Marcy certainly didn’t seem 86, let alone over 40, during the second night of his recent show I Wish I Were Twins at Don’t Tell Mama (September 23 and 29). Wonderfully and sensitively directed by his close friend Carol Lawrence, West Side Story’s original “Maria,” Marcy bounded onto the stage wearing a black vest and red hat and opened with the up-tempo Lee Adams/Charles Strouse song “Stick Around,” from the 1964 musical Golden Boy and set the tone for the evening: “Stick around, things are gonna happen . . . Fireworks, stick around and see . . .” Fireworks? This veteran hoofer performed as if he was shot out of a cannon, producing the energy and spirit of a man, well, 60 years younger. “I’m 86 and I don’t need a walker,” Marcy proudly proclaimed and then proceeded to prove it by tapping his way through Johnny Mercer and Harry Warren’s “I Wanna Be a Dancin’ Man.”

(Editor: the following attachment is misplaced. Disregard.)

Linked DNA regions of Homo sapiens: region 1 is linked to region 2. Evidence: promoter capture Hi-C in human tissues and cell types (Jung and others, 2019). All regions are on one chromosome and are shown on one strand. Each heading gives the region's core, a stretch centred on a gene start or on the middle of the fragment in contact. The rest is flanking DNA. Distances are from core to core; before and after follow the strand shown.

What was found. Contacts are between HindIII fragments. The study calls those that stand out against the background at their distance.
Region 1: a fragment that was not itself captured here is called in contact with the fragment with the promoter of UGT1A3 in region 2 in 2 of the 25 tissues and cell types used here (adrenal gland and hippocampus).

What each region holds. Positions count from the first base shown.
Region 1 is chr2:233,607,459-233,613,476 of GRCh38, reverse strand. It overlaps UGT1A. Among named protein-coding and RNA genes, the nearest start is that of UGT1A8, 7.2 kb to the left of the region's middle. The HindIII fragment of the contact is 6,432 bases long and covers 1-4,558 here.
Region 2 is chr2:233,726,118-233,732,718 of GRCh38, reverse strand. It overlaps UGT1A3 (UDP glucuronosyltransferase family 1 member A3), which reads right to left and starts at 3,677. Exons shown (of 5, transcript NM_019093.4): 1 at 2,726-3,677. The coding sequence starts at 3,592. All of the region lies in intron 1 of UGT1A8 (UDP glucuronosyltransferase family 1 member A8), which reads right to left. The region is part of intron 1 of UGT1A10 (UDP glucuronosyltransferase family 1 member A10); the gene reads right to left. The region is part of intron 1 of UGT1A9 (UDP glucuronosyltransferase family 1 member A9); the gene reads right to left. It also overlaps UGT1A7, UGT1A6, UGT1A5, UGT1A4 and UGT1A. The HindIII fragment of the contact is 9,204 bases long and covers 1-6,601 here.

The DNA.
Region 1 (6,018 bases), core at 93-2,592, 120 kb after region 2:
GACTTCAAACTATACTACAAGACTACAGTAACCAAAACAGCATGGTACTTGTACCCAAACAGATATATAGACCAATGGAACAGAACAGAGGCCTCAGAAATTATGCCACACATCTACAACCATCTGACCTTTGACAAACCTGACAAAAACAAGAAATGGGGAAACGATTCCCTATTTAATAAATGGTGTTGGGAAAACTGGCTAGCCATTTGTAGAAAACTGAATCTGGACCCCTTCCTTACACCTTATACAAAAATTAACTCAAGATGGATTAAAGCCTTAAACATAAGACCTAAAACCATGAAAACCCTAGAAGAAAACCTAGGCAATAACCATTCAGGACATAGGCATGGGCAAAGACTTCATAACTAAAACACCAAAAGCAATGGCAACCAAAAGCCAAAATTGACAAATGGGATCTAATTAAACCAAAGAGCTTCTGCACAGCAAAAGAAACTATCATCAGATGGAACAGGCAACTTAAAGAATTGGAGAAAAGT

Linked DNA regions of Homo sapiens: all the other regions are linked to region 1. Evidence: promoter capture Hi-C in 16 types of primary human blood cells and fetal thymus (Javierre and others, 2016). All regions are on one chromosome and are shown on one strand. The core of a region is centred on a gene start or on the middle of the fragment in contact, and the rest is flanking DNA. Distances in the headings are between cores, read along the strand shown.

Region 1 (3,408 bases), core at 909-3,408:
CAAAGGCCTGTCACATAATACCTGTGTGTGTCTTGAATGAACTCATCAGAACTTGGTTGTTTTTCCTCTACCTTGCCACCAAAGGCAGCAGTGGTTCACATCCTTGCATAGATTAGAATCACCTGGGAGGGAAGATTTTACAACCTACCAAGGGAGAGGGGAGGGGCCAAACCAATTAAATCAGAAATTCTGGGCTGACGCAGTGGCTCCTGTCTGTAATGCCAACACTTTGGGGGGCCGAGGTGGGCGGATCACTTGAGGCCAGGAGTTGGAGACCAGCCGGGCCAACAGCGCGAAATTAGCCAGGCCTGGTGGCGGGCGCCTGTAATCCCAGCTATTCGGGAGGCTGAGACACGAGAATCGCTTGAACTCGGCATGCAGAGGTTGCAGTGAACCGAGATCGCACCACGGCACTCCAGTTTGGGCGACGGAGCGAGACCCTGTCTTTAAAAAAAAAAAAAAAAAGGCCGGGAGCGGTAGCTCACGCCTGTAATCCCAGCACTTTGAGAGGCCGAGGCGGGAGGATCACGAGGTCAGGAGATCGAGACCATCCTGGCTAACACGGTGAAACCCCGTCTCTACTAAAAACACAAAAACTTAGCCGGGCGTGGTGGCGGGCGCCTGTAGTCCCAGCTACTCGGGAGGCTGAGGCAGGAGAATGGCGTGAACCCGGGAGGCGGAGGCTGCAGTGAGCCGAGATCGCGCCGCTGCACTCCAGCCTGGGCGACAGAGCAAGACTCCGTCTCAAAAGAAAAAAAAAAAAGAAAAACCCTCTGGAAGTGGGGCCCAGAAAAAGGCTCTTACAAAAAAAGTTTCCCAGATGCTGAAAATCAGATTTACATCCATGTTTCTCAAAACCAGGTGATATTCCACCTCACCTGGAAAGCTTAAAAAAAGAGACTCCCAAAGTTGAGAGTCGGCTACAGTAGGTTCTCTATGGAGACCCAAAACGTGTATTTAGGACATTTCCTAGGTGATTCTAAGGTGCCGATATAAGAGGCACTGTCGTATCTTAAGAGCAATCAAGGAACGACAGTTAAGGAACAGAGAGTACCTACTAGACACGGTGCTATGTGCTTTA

There probably isn’t a more honest and heartfelt reading of Herbert Kretzmer’s lyric of the Charles Aznavour ballad “Yesterday When I Was Young” then when it comes from someone with almost a century of life experience and Marcy’s take on the song was the ideal mix of emotion laced with tenderness. He then donned a black sequin jacket and black top hat and returned to Fred Astaire mode, showing off his still finely tuned rhythmic sense on Irving Berlin’s “Putting On The Ritz,” with a little bit of Cole Porter’s “Too Darn Hot” tacked on for good measure. Another hat change came–purple this time–for Leonard Cohen’s “I’m Your Man,” with Marcy’s Musical Director/Pianist Christine Sutin (who did a fine job throughout, as did Boots Maleson on bass and Aaron Russell on drums) leading him on a lounge lizardy arrangement that Marcy pulled off with a solid rendition of Cohen’s seductive lyrics.